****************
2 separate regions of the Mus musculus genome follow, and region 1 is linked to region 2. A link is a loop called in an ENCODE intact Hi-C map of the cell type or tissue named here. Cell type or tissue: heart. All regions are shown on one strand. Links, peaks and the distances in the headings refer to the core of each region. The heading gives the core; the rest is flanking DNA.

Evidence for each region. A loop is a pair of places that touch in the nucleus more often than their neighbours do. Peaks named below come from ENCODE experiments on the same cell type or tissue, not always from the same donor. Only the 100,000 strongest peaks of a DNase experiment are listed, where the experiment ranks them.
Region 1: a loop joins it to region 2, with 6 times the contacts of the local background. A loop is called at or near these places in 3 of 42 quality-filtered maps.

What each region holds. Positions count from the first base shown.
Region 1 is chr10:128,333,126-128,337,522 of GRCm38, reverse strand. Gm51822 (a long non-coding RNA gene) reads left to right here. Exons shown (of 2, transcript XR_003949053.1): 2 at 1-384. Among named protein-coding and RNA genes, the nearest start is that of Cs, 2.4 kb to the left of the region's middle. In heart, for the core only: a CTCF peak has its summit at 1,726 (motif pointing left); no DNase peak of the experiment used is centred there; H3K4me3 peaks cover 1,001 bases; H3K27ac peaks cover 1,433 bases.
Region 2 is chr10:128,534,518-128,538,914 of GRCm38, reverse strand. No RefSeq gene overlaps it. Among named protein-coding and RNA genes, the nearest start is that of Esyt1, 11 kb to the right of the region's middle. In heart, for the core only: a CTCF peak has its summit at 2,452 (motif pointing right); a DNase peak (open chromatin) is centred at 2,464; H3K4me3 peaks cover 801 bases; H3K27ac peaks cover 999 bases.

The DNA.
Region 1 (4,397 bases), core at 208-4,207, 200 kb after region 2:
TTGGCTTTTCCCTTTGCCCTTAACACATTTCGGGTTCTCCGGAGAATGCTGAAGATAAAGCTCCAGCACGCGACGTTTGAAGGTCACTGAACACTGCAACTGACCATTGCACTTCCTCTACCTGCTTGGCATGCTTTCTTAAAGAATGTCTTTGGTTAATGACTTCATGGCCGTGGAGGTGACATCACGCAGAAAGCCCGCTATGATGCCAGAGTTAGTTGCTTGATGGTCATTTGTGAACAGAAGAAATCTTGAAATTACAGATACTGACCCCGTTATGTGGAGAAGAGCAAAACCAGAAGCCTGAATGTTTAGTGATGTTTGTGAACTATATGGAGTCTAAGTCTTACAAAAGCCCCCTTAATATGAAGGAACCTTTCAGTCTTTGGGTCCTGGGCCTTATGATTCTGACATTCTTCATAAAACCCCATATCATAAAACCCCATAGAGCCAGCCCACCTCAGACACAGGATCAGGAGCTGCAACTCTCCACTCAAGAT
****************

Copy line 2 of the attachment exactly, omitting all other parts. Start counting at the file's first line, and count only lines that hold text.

Evidence for each region. A loop is a pair of places that touch in the nucleus more often than their neighbours do. Peaks named below come from ENCODE experiments on the same cell type or tissue, not always from the same donor. Only the 100,000 strongest peaks of a DNase experiment are listed, where the experiment ranks them.